What about becoming a pro gamer? YouTube is a highly competitive platform, and while there are many niche areas, finding real YouTube fame and success is rare. eSports (professional gaming) can provide teens with a more realistic pathway to success. The rise in popularity and viewership of eSports cannot be ignored. According to an article from Syracuse University, an estimated 47 million people watched eSports competitions last year. The tournament prize pools are nothing to laugh at either. The prize pool for the 2021 DOTA 2 world championship tournament sponsored by Valve was 40 million dollars! Colleges, universities, and even high schools have begun instituting eSports programs since 2010. Similar to other traditional sports, these programs include daily practices as well as required exercise and nutrition plans to keep team members healthy and active. While I do not know any YouTube celebrities, I know several college students with full scholarships to respected schools for their gaming abilities. I’m not suggesting that you remove screen time limits and let your child play competitive video games every day until the wee hours of the morning. Approach gaming as if it was a traditional sport. You can use this to encourage things such as hard work, time management, and goal setting. All of those will be important regardless of how your child’s foray into eSports turns out. ●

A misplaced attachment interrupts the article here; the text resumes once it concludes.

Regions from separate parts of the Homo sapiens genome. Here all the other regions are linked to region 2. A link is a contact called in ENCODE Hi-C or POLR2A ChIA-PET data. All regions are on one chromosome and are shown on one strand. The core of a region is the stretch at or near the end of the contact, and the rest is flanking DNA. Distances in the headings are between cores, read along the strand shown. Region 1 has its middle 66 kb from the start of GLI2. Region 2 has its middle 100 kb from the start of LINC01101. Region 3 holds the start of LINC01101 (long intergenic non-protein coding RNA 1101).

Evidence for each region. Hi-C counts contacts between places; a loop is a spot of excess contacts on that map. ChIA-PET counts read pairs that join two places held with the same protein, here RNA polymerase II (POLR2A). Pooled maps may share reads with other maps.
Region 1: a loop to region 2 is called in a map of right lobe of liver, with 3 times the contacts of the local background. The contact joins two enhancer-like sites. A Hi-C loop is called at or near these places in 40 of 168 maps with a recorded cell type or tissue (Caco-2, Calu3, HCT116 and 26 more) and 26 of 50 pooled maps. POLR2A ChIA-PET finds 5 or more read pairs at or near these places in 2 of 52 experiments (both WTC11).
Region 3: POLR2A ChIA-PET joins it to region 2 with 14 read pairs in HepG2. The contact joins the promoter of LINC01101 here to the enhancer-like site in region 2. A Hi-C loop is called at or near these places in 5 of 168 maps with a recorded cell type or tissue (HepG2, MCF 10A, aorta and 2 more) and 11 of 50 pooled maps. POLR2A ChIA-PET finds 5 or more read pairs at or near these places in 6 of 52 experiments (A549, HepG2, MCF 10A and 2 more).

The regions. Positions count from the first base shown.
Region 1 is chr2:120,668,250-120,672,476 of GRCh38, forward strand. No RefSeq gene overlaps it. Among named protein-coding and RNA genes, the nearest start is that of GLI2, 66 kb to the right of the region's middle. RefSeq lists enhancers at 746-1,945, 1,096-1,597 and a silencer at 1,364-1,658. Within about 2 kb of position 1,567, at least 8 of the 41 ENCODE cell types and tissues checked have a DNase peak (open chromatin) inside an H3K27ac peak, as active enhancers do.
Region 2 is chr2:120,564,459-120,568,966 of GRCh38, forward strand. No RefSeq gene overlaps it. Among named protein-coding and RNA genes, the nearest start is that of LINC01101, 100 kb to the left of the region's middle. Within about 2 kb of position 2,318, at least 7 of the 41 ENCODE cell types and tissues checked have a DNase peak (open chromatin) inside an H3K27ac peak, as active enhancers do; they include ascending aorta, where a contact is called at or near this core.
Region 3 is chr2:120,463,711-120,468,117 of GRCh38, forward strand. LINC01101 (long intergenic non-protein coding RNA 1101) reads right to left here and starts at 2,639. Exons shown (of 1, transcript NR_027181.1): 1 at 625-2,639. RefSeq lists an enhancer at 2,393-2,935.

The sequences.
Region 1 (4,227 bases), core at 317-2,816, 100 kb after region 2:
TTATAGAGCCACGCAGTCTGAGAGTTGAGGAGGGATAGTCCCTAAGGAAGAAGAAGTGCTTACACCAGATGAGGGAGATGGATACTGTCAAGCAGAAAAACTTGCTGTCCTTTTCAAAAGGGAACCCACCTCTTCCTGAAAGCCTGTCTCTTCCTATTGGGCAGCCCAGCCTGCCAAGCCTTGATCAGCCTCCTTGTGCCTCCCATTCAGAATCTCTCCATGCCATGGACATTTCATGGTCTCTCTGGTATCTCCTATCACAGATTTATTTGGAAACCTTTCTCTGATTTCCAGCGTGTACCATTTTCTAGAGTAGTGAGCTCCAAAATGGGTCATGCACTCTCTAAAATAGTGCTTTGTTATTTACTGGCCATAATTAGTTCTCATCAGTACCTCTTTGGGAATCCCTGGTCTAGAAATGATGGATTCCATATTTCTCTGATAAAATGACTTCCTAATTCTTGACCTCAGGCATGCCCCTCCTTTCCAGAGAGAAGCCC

Do Your Research - To support your child in this endeavor, you’ll need to understand eSports’ world. See what eSports leagues, teams, and tournament opportunities are available in your area.

Focus - Gamers will want to focus their talents on a single game. Counter-Strike, League of Legends, Fortnite, and DOTA 2 are the most popular.

Join a Team / Play in a Tournament - Just like trying out for a baseball team, sign up to join a team. Playing in a local tournament is another way to showcase talents. If neither is available, look for online opportunities.